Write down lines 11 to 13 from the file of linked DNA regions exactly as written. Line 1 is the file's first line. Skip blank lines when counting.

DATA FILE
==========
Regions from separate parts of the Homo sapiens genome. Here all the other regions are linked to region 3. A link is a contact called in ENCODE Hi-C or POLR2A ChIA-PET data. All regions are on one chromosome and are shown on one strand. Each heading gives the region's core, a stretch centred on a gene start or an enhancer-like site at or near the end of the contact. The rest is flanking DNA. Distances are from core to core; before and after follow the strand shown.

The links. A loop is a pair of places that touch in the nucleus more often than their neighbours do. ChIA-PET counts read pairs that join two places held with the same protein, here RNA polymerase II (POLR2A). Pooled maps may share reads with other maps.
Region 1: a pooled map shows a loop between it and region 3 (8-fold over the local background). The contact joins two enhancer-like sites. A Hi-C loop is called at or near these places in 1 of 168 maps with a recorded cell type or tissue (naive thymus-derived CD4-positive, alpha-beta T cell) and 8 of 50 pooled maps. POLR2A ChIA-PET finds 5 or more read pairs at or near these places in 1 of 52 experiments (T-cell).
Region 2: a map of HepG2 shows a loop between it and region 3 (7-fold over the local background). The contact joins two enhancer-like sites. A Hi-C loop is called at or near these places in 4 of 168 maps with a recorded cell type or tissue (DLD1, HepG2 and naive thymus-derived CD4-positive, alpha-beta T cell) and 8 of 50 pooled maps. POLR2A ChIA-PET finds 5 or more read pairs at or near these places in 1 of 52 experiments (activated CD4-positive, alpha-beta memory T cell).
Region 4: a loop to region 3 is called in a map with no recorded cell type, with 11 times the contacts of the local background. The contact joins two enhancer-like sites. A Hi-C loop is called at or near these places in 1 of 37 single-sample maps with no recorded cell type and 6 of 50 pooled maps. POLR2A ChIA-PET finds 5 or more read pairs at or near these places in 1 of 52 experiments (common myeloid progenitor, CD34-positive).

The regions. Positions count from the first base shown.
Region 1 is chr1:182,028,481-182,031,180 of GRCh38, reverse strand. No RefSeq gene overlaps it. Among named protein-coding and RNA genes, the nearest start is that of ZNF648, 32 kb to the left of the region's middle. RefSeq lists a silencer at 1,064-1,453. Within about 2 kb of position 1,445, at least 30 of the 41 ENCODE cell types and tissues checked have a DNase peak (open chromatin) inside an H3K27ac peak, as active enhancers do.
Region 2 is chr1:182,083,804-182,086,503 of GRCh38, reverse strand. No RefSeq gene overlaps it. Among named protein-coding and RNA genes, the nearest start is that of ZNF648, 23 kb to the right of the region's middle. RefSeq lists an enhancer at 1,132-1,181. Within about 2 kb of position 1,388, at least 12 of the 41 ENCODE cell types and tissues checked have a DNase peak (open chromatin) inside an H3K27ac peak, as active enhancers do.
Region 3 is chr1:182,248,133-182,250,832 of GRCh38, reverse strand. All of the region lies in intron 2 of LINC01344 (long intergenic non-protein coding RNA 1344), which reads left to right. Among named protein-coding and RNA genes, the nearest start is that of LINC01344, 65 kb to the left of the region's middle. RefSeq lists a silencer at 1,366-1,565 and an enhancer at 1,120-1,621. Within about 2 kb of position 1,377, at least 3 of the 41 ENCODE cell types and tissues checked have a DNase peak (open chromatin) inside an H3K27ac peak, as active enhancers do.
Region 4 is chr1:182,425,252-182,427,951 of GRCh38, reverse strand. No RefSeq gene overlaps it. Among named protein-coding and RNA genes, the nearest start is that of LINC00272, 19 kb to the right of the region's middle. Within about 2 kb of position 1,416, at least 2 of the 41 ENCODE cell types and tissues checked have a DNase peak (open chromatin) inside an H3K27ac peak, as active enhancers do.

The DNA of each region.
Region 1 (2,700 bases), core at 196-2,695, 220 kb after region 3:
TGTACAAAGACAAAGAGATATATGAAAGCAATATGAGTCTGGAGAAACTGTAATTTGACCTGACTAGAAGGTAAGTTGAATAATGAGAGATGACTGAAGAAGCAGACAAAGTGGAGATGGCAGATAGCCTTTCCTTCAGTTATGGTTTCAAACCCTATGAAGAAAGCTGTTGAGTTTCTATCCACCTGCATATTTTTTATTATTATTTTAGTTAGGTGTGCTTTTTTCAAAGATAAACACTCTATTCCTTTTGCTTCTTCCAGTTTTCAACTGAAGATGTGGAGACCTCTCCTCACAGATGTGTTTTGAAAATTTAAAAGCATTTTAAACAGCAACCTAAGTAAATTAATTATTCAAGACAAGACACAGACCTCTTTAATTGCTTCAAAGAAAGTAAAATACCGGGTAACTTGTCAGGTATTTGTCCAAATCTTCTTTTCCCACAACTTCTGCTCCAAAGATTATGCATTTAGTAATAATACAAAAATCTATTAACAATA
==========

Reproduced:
The DNA of each region.
Region 1 (2,700 bases), core at 196-2,695, 220 kb after region 3:
TGTACAAAGACAAAGAGATATATGAAAGCAATATGAGTCTGGAGAAACTGTAATTTGACCTGACTAGAAGGTAAGTTGAATAATGAGAGATGACTGAAGAAGCAGACAAAGTGGAGATGGCAGATAGCCTTTCCTTCAGTTATGGTTTCAAACCCTATGAAGAAAGCTGTTGAGTTTCTATCCACCTGCATATTTTTTATTATTATTTTAGTTAGGTGTGCTTTTTTCAAAGATAAACACTCTATTCCTTTTGCTTCTTCCAGTTTTCAACTGAAGATGTGGAGACCTCTCCTCACAGATGTGTTTTGAAAATTTAAAAGCATTTTAAACAGCAACCTAAGTAAATTAATTATTCAAGACAAGACACAGACCTCTTTAATTGCTTCAAAGAAAGTAAAATACCGGGTAACTTGTCAGGTATTTGTCCAAATCTTCTTTTCCCACAACTTCTGCTCCAAAGATTATGCATTTAGTAATAATACAAAAATCTATTAACAATA